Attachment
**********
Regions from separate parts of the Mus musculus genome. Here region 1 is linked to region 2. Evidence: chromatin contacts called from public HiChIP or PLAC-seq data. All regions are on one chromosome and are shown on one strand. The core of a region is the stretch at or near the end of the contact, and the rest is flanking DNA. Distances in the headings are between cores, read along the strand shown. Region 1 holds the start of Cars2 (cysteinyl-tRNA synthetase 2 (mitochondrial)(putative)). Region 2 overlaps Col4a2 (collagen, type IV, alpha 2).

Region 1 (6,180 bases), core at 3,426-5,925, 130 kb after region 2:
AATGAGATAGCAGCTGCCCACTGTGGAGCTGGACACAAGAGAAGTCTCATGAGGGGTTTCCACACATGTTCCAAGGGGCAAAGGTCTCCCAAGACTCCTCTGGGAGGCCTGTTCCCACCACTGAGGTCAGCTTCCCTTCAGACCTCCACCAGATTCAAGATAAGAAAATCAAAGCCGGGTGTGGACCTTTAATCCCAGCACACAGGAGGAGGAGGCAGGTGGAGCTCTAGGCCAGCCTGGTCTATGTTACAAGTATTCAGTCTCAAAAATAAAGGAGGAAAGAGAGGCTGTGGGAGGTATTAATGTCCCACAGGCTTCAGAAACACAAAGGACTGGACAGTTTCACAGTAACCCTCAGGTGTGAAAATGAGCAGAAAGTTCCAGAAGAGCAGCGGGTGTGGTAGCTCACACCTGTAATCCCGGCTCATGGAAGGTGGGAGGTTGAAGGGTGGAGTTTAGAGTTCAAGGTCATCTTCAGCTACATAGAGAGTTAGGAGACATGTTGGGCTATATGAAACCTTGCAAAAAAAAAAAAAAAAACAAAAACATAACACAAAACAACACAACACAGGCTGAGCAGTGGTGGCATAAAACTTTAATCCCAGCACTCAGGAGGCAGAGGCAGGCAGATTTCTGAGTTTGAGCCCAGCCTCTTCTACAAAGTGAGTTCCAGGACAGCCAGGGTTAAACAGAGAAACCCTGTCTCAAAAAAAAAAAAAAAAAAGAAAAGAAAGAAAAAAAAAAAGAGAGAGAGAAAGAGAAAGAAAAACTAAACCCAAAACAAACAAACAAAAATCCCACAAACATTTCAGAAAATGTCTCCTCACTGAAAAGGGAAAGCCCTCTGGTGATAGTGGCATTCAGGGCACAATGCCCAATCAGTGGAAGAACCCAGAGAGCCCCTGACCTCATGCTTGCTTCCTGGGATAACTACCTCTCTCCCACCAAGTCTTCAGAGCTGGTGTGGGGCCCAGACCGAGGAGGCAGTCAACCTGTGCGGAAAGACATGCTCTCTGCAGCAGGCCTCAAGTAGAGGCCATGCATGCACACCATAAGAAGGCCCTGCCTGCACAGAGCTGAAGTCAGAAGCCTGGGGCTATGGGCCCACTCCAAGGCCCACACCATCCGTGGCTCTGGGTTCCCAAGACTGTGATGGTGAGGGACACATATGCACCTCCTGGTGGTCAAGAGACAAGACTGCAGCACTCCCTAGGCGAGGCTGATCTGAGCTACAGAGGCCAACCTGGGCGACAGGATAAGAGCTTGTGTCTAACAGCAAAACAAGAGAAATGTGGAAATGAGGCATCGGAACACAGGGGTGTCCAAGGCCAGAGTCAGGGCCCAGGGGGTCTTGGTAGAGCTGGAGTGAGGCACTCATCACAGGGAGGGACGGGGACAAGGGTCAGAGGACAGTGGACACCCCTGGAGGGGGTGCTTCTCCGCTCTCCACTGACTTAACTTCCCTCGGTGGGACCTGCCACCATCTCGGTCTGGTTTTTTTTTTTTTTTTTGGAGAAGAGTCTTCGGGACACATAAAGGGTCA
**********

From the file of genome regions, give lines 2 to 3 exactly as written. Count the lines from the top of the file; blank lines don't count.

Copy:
Region 1 (6,180 bases), core at 3,426-5,925, 130 kb after region 2:
AATGAGATAGCAGCTGCCCACTGTGGAGCTGGACACAAGAGAAGTCTCATGAGGGGTTTCCACACATGTTCCAAGGGGCAAAGGTCTCCCAAGACTCCTCTGGGAGGCCTGTTCCCACCACTGAGGTCAGCTTCCCTTCAGACCTCCACCAGATTCAAGATAAGAAAATCAAAGCCGGGTGTGGACCTTTAATCCCAGCACACAGGAGGAGGAGGCAGGTGGAGCTCTAGGCCAGCCTGGTCTATGTTACAAGTATTCAGTCTCAAAAATAAAGGAGGAAAGAGAGGCTGTGGGAGGTATTAATGTCCCACAGGCTTCAGAAACACAAAGGACTGGACAGTTTCACAGTAACCCTCAGGTGTGAAAATGAGCAGAAAGTTCCAGAAGAGCAGCGGGTGTGGTAGCTCACACCTGTAATCCCGGCTCATGGAAGGTGGGAGGTTGAAGGGTGGAGTTTAGAGTTCAAGGTCATCTTCAGCTACATAGAGAGTTAGGAGACATGTTGGGCTATATGAAACCTTGCAAAAAAAAAAAAAAAAACAAAAACATAACACAAAACAACACAACACAGGCTGAGCAGTGGTGGCATAAAACTTTAATCCCAGCACTCAGGAGGCAGAGGCAGGCAGATTTCTGAGTTTGAGCCCAGCCTCTTCTACAAAGTGAGTTCCAGGACAGCCAGGGTTAAACAGAGAAACCCTGTCTCAAAAAAAAAAAAAAAAAAGAAAAGAAAGAAAAAAAAAAAGAGAGAGAGAAAGAGAAAGAAAAACTAAACCCAAAACAAACAAACAAAAATCCCACAAACATTTCAGAAAATGTCTCCTCACTGAAAAGGGAAAGCCCTCTGGTGATAGTGGCATTCAGGGCACAATGCCCAATCAGTGGAAGAACCCAGAGAGCCCCTGACCTCATGCTTGCTTCCTGGGATAACTACCTCTCTCCCACCAAGTCTTCAGAGCTGGTGTGGGGCCCAGACCGAGGAGGCAGTCAACCTGTGCGGAAAGACATGCTCTCTGCAGCAGGCCTCAAGTAGAGGCCATGCATGCACACCATAAGAAGGCCCTGCCTGCACAGAGCTGAAGTCAGAAGCCTGGGGCTATGGGCCCACTCCAAGGCCCACACCATCCGTGGCTCTGGGTTCCCAAGACTGTGATGGTGAGGGACACATATGCACCTCCTGGTGGTCAAGAGACAAGACTGCAGCACTCCCTAGGCGAGGCTGATCTGAGCTACAGAGGCCAACCTGGGCGACAGGATAAGAGCTTGTGTCTAACAGCAAAACAAGAGAAATGTGGAAATGAGGCATCGGAACACAGGGGTGTCCAAGGCCAGAGTCAGGGCCCAGGGGGTCTTGGTAGAGCTGGAGTGAGGCACTCATCACAGGGAGGGACGGGGACAAGGGTCAGAGGACAGTGGACACCCCTGGAGGGGGTGCTTCTCCGCTCTCCACTGACTTAACTTCCCTCGGTGGGACCTGCCACCATCTCGGTCTGGTTTTTTTTTTTTTTTTTGGAGAAGAGTCTTCGGGACACATAAAGGGTCA